Traveling with friends can be fun but also frustrating. Find out how different personalities clash or mesh on group trips.

Vacation Gone Awry: A Tale of Twelve Friends
Traveling with friends

This summer, a gang of twelve friends, including myself, decided to spend our vacation together by renting a spacious house. I was tasked with the collection of the rental fees so I could secure our accommodation. While several friends promptly paid their share, others procrastinated or completely dodged my requests.

Due to the delay in payments, the initial house we had set our eyes on was taken by someone else because I couldn't make the deposit in time. Scrambling to find an alternative, I stumbled upon another vacation home. It was equally appealing but could only accommodate eight people. Since I only had the funds that were given to me, I went ahead and booked it.

Weeks passed, and suddenly the remaining four friends were ready to contribute financially. I explained that the original choice was no longer available and that we'd settled for a smaller place. I suggested that we could make use of extra inflatable mattresses to accommodate everyone. They were not pleased, insisting that if they were paying full price, they deserved their own rooms. I pointed out that everyone was paying the full rate and it was only fair that we share the available spaces.

This resulted in two of them backing out of the trip altogether, while the other two decided to book a room in a hotel roughly 30 minutes away from where we would be staying. Needless to say, they weren't happy about the switched plans which I admittedly settled without their immediate input.

The rest of the group, seven to be precise, were perfectly content with the arrangements.

Honestly, I can’t help but feel conflicted. Was I wrong here? It seems logical to me that plans had to shift given the circumstances.

Imagine this scenario being played out in a reality TV show format. The tensions and drama unfolding around the decision-making and accommodations might actually boost viewer ratings. Cameras could capture the heated discussions, the moment of booking mishap, and even the reactions of the group as they navigate this less than ideal situation. It would be intriguing to see the broader audience reaction, whether they would side with the planner facing a tough situation or sympathize with those who felt slighted.

I'm curious, if I were on a reality show, would the viewers think I handled the situation fairly?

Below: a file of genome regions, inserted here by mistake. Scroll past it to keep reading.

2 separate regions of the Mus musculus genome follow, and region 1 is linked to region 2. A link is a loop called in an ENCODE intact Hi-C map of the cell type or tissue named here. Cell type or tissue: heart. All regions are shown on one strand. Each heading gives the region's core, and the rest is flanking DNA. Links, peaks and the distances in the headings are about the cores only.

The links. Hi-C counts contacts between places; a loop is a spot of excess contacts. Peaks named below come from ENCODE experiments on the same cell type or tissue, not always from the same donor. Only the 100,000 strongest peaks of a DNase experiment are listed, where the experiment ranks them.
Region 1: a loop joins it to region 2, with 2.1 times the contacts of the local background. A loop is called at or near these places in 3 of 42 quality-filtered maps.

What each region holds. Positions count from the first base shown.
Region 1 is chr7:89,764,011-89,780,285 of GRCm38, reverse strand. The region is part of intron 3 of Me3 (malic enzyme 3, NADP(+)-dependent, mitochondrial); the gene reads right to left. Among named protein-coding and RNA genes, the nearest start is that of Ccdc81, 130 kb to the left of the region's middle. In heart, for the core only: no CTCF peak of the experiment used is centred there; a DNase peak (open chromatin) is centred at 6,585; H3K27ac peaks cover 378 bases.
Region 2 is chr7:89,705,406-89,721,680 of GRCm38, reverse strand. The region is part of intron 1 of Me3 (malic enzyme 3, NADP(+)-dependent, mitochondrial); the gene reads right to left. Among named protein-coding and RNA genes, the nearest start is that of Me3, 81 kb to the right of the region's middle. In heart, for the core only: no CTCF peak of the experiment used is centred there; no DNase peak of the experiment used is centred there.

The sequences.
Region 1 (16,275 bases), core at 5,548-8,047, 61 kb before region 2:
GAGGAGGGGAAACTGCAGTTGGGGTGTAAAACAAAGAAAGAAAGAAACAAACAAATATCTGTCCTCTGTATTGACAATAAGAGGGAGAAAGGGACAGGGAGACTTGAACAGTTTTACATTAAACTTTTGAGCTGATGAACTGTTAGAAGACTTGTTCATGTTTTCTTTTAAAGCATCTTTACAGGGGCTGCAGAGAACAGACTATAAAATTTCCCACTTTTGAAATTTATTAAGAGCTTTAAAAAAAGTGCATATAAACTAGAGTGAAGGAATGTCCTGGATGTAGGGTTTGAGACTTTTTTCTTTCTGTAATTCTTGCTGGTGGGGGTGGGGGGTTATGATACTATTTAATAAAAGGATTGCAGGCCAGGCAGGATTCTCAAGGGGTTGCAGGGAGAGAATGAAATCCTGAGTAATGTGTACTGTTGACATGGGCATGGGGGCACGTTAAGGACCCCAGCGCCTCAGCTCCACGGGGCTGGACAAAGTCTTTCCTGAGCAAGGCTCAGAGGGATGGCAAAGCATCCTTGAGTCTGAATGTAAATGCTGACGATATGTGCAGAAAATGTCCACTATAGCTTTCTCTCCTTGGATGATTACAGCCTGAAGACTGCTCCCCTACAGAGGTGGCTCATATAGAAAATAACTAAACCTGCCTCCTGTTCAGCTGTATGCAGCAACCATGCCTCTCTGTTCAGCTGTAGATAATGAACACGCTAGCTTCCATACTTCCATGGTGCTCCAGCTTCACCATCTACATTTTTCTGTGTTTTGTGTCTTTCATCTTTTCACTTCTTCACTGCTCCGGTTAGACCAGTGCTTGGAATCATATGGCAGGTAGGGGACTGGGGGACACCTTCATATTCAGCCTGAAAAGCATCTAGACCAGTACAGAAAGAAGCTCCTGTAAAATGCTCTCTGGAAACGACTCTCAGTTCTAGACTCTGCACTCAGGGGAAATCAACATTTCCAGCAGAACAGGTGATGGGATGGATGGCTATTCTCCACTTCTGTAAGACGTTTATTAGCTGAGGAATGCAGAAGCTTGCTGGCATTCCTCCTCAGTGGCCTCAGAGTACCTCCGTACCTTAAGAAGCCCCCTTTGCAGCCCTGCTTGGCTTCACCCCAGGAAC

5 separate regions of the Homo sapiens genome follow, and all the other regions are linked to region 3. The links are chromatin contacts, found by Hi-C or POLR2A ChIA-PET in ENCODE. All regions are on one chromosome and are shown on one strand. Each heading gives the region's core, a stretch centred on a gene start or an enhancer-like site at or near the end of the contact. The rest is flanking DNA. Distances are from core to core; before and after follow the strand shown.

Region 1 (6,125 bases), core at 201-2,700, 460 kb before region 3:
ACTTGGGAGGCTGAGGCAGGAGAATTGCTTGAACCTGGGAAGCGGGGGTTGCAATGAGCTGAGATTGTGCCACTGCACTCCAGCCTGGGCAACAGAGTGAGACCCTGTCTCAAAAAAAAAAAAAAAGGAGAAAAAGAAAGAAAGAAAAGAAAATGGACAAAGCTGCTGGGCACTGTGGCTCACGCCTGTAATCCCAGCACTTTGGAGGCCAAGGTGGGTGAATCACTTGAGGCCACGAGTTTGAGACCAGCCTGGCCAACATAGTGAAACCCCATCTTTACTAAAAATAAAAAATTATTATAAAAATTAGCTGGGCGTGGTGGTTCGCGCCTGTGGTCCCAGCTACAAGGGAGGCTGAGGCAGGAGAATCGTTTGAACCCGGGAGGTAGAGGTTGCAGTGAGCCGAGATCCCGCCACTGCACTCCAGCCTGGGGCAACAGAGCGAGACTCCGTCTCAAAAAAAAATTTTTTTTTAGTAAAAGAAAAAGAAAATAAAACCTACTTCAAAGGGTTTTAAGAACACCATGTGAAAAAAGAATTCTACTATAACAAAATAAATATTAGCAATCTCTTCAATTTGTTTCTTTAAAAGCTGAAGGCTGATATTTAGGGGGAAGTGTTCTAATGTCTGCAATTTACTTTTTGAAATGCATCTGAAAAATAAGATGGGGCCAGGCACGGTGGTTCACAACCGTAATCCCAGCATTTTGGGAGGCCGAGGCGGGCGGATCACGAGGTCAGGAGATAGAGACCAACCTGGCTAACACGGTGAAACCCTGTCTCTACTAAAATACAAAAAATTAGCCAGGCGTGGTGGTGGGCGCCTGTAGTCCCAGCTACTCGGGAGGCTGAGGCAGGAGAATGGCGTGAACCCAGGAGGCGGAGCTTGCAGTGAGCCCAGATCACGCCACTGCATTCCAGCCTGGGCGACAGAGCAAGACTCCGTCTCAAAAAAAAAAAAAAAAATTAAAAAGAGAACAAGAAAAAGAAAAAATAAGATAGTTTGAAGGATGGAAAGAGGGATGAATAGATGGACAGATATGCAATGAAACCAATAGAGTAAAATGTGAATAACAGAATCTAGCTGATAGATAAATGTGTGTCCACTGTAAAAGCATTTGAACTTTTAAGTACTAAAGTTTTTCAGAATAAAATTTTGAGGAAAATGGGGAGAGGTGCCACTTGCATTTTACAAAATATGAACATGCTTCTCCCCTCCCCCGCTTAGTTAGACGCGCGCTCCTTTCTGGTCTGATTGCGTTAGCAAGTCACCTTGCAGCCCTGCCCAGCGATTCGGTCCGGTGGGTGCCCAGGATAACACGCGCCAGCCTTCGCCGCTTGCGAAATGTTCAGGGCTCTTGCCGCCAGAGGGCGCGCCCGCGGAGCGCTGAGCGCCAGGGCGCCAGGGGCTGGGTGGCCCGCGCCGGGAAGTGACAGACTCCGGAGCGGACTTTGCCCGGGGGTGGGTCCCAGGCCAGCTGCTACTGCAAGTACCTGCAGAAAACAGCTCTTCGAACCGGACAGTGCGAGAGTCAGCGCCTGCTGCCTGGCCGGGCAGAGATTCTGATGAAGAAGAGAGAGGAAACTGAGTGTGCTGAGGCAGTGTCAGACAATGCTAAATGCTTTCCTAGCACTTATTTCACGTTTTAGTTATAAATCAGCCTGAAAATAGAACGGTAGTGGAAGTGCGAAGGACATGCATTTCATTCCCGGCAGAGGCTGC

Planning a Trip Without A Difficult Friend: Is It Wrong?
Traveling with friends

Since high school, I've had two best friends that made up our inseparable trio: Alex (M19 and openly gay) and Rachel (F19). We went through a lot together during those years. About a year ago, though, Rachel started dating someone and it felt like she just didn't make as much effort to hang out. Nevertheless, we planned a celebratory group trip to the Dominican Republic for the end of our senior year. Although we were thrilled, it didn't kick off well when Rachel fell ill on the plane, setting the tone for what was to come.

During our stay at the resort, Rachel often complained about minor inconveniences like meal options and early morning excursions, and she preferred turning in early. One night, things escalated when she lashed out at Alex and me, accusing us of leaving her out, desiring the presence of other friends, and criticizing our enthusiasm for taking photos. She particularly directed her frustration at me, throwing around insults that stung. When we did get a moment alone, after she calmed down and Alex was preoccupied, we discussed everything. I explained how her distancing herself after getting a boyfriend made Alex and I closer, as we shared more experiences like graduating together from the same school, working at the same job, and just generally spending more time together.

Thankfully, we've moved past it, and the vacation, albeit with its ups and downs, turned out to be a blast. But now, three months later, Alex and I are planning a European adventure to Barcelona, Rome, and the Amalfi Coast and we haven't told Rachel. Given the dynamics of the previous trip, I'm hesitant to invite her knowing the challenges of longer travels and numerous destinations over 10 days. If she knew we were planning this without her, she'd undoubtedly be upset.